When one person really wants to go and look at the bravest of the Gauls, the Belgae warrior Amborix whose statue was rather too like comic book hero Asterix to be taken seriously then the other person is equally free to take a second coffee.

Cycling in Flanders

And conveniently on this trip every time we took a bit longer it started to rain, but in this year’s Belgian summer it was soon gone again soon. We rode on a lot of wet roads, but only in a bit of drizzle in the whole 3 days. Very, very lucky.

Geoff Mayne by Kevin Mayne

And finally item 8.

Go home while you are still having fun.

Cycling in Flanders Kevin Mayne

When we set out we didn’t actually decide whether we were going for two days or three. The weather was probably going to be the defining factor, but we both knew that we had to work out whether we were going to enjoy each other’s riding style and the route.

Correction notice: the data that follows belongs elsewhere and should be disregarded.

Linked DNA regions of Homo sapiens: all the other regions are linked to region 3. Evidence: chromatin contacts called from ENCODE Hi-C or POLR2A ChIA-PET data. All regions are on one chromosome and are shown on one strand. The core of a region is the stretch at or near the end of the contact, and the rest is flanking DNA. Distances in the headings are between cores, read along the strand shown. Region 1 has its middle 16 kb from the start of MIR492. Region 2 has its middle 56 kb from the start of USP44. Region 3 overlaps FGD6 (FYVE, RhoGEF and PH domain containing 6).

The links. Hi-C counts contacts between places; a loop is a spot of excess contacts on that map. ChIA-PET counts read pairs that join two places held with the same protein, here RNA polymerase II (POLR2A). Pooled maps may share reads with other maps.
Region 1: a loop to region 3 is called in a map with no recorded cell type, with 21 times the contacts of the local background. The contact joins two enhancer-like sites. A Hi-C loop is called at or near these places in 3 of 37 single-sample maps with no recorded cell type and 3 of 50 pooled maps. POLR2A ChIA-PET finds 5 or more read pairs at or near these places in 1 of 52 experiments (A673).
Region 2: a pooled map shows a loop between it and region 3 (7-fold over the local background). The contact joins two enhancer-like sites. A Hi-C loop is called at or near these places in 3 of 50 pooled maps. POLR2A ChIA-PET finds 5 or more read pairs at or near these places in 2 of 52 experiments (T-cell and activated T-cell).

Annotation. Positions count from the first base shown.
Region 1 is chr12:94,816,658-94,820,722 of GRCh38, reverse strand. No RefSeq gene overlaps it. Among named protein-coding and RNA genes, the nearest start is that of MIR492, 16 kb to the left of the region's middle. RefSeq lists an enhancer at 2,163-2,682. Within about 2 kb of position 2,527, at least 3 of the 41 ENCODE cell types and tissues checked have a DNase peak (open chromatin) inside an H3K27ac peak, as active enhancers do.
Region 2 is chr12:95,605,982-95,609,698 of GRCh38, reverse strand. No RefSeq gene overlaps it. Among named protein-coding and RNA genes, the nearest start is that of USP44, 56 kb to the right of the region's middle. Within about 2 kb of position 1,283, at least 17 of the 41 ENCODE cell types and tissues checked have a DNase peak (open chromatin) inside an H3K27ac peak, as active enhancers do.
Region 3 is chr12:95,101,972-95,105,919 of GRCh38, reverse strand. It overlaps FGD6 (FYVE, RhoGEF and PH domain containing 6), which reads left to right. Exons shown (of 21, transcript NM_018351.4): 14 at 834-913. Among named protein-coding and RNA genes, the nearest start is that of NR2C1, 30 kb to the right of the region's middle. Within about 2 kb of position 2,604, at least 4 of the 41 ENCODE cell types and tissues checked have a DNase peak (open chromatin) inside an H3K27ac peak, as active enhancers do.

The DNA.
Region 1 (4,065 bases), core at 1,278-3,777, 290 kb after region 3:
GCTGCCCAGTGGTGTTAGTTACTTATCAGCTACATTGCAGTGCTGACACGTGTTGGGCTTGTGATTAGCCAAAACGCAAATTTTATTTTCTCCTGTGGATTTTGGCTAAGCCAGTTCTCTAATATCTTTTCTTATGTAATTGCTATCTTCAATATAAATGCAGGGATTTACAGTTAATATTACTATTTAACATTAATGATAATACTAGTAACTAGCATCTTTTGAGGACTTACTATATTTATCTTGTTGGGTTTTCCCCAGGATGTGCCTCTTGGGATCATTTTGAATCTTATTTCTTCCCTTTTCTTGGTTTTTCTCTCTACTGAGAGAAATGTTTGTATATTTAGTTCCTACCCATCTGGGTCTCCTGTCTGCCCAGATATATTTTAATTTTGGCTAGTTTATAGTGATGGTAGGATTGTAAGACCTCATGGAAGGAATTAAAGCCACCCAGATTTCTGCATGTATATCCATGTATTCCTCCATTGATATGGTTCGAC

At the lunch stop in Maastricht a conversation took place that roughly said “when are we going to get the chance to do something as good as this again?” and the matter was very quickly decided in favour of the extra day. Unanimously.

*Knooppunt are a system of nodes or junctions on a network of recommended cycle touring roads, paths or route sections.

They are all numbered and you plan your route by selecting a sequence of numbers that you want to connect on a map, on-line or on a GPS unit. The excellent signposting takes care of the rest as each road or trail junction has a signpost pointing to the relevant numbers. They started in the Netherlands, now cover Flanders and are gradually beginning to appear in specific areas of Germany and Wallonia.

Where we went the Dutch and Flemish signs linked up over the border – so useful.

Some more information here.